Glenwood Springs to take over South Canyon Landfill operations | PostIndependent.com

Glenwood Springs to take over South Canyon Landfill operations

Glenwood Springs City Council, at its Thursday meeting, voted in favor of bringing the South Canyon Landfill operation back under the control of the city, directly, once the current management contract expires this spring.

Heartland Environmental Services now runs the city-owned South Canyon facility. However, following Thursday’s 5-1 council decision, city staff will take over beginning April 1, 2019.

The move is part of an effort to rein in costs and improve efficiency at the landfill, which has operated in the red in recent years.

The motion by City Councilor Jonathan Godes and seconded by Councilor Jim Ingraham proposed to bring landfill operations in house at the conclusion of the current contract, and not to take it out to a competitive bid process.

“Also, I would like to give staff the discretion to contract with consultants such as Blue Ridge … for the transition period, as needed,” Godes said in his motion, referring to another contractor, Blue Ridge Services, Inc., that the city used to prepare a recent cost comparison analysis and options for the landfill’s operation. The city may continue to use the firm to continue consulting with the city on landfill operations.

Godes, Ingraham and Councilors Shelley Kaup and Steve Davis supported the motion. City Councilor Todd Leahy recused himself from the discussion, leaving Mayor Michael Gamba as the lone “no” vote.

Some members of the public expressed concerns about potential negative ramifications to valley businesses such as car washes, restaurants and hotels as the South Canyon Landfill provides composting.

“You are the only facility between Denver and Delta that takes grease and car wash at this time,” one citizen said before councilors. “Obviously my concern is, number one, our ability to offer services to our customers, but, number two, what are you going to do for the businesses — the car washes all over the valleys and the grease traps — if you are no longer going to offer that service to them?”

“I do not believe we are planning on curtailing that service,” City Manager Debra Figueroa answered. “I do not think we are saying we are just going to walk away from [composting].”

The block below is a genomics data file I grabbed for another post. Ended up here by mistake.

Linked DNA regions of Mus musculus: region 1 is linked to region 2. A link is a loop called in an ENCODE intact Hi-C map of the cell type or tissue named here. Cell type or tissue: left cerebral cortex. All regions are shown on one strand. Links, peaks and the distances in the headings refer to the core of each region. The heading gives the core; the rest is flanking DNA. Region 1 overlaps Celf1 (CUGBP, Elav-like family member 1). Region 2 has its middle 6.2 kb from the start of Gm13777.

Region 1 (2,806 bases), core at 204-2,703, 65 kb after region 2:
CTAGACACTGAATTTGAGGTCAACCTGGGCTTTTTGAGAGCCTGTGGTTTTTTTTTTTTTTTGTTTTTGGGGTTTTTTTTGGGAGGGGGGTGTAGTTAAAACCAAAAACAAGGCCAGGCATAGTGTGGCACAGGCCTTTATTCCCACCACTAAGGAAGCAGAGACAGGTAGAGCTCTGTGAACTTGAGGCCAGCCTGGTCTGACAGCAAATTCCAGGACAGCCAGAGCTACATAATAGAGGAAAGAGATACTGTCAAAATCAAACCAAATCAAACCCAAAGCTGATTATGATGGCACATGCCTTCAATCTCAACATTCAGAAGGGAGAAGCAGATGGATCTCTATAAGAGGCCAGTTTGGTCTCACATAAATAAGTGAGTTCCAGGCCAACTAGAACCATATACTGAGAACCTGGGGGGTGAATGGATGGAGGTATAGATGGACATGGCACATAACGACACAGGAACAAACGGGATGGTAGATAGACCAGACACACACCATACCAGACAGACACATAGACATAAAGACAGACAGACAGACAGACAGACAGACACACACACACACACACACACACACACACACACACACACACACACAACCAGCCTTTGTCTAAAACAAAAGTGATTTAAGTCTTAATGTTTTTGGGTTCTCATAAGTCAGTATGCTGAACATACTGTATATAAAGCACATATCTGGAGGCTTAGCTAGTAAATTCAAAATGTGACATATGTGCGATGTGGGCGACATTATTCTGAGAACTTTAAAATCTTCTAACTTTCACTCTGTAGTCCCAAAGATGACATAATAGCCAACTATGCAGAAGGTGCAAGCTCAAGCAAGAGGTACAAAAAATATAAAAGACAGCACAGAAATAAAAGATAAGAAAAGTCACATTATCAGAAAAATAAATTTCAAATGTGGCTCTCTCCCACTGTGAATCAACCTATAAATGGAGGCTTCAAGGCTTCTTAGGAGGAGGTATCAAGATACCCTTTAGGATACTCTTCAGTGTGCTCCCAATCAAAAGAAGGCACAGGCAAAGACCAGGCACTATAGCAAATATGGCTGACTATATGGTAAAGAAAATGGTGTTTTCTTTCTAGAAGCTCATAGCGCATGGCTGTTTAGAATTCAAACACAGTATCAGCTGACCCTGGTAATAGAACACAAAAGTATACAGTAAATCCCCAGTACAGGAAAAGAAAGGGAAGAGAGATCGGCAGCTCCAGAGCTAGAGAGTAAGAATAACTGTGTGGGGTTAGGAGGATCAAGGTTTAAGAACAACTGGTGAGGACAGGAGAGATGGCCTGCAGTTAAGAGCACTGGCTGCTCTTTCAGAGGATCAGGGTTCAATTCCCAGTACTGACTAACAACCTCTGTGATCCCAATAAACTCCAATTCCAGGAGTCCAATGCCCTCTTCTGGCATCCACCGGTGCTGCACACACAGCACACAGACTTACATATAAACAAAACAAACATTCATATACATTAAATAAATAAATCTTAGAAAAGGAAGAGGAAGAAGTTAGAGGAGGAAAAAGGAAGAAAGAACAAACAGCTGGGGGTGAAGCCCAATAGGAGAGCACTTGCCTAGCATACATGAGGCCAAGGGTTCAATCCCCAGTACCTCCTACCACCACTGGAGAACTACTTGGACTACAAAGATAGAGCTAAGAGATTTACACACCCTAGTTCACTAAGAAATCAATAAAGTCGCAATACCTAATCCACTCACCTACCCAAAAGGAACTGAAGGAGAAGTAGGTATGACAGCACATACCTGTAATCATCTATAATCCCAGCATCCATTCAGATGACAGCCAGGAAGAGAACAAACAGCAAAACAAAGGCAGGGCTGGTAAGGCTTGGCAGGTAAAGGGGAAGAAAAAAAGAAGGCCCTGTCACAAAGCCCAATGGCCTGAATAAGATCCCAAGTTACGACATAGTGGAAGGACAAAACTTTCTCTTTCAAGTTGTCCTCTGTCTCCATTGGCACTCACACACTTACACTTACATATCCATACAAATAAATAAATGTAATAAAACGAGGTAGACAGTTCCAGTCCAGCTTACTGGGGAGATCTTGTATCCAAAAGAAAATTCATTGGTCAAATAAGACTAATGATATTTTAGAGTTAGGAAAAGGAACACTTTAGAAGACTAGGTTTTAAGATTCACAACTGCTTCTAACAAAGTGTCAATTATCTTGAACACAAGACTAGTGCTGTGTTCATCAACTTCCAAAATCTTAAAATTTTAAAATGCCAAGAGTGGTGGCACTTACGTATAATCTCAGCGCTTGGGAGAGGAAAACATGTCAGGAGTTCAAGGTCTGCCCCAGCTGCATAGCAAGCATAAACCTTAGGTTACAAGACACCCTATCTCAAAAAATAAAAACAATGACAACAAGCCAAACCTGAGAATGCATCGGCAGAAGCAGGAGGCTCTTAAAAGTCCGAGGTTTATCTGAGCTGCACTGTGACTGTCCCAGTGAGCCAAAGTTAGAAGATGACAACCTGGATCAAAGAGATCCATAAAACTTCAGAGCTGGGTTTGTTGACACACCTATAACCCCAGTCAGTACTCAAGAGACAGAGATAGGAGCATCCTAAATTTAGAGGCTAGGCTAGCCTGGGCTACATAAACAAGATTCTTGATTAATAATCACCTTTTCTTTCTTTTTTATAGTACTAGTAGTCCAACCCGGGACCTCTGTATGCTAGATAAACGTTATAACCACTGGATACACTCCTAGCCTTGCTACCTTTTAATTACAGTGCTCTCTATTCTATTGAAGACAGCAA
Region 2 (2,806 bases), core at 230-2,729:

Still, the landfill operation has been operating at a deficit, partly due to a large gap between costs and revenue for the compost operation. An Oct. 22 report from Blue Ridge Services indicated that gap grew to a $329,308 deficit in 2017.

Gamba, who opposed turning the South Canyon Landfill back over to the city, cited how a key staff member’s upcoming retirement coupled with the city’s previous track record of overseeing it directly concerned him.

“I will just remind you, the last time we did run it we were not in compliance with state health department regulations,” Gamba said.

That was a sentiment echoed by Heartland Environmental Services Owner Larry Giroux.

“Let me put it to you this way: I have run landfills for 30 some years. I have done projects in Hong Kong and South America and all over the United States,” Giroux told the Post Independent Friday.

“[The South Canyon Landfill] was one of the worst landfills in North America that I had seen for compliance and aesthetics. It was awful,” Giroux said of when he first took it over.

However, Councilor Kaup stated at the Thursday meeting, “In my mind, though, we might have more flexibility if we bring it in house to work on new technologies or technological solutions so that we can address this issue up at South Canyon Landfill.”

Giroux said he believes a consultant’s evaluation of the facility was “very flawed.”

“He gave 100 points on different line items, for example he evaluated the experience of the current contractor, me, and the city staff, and he allowed 20 points for that group,” Giroux said.

“He gave me 20 points because I have 30 of years experience; I know what I am doing. He gave the city 17 and a half points, and like I said not one of their people have ever operated equipment,” Giroux added.

“By us being able to deal with all of the facets that might be involved with it, I think it would be easier if it was totally under our control,” the city’s landfill superintendent, King Lloyd, said in response to a question regarding the flexibility and feasibility of city staff taking on the entire project.

“It will be interesting,” Giroux said, adding, “there is a lot more to this story…”

mabennett@postindependent.com


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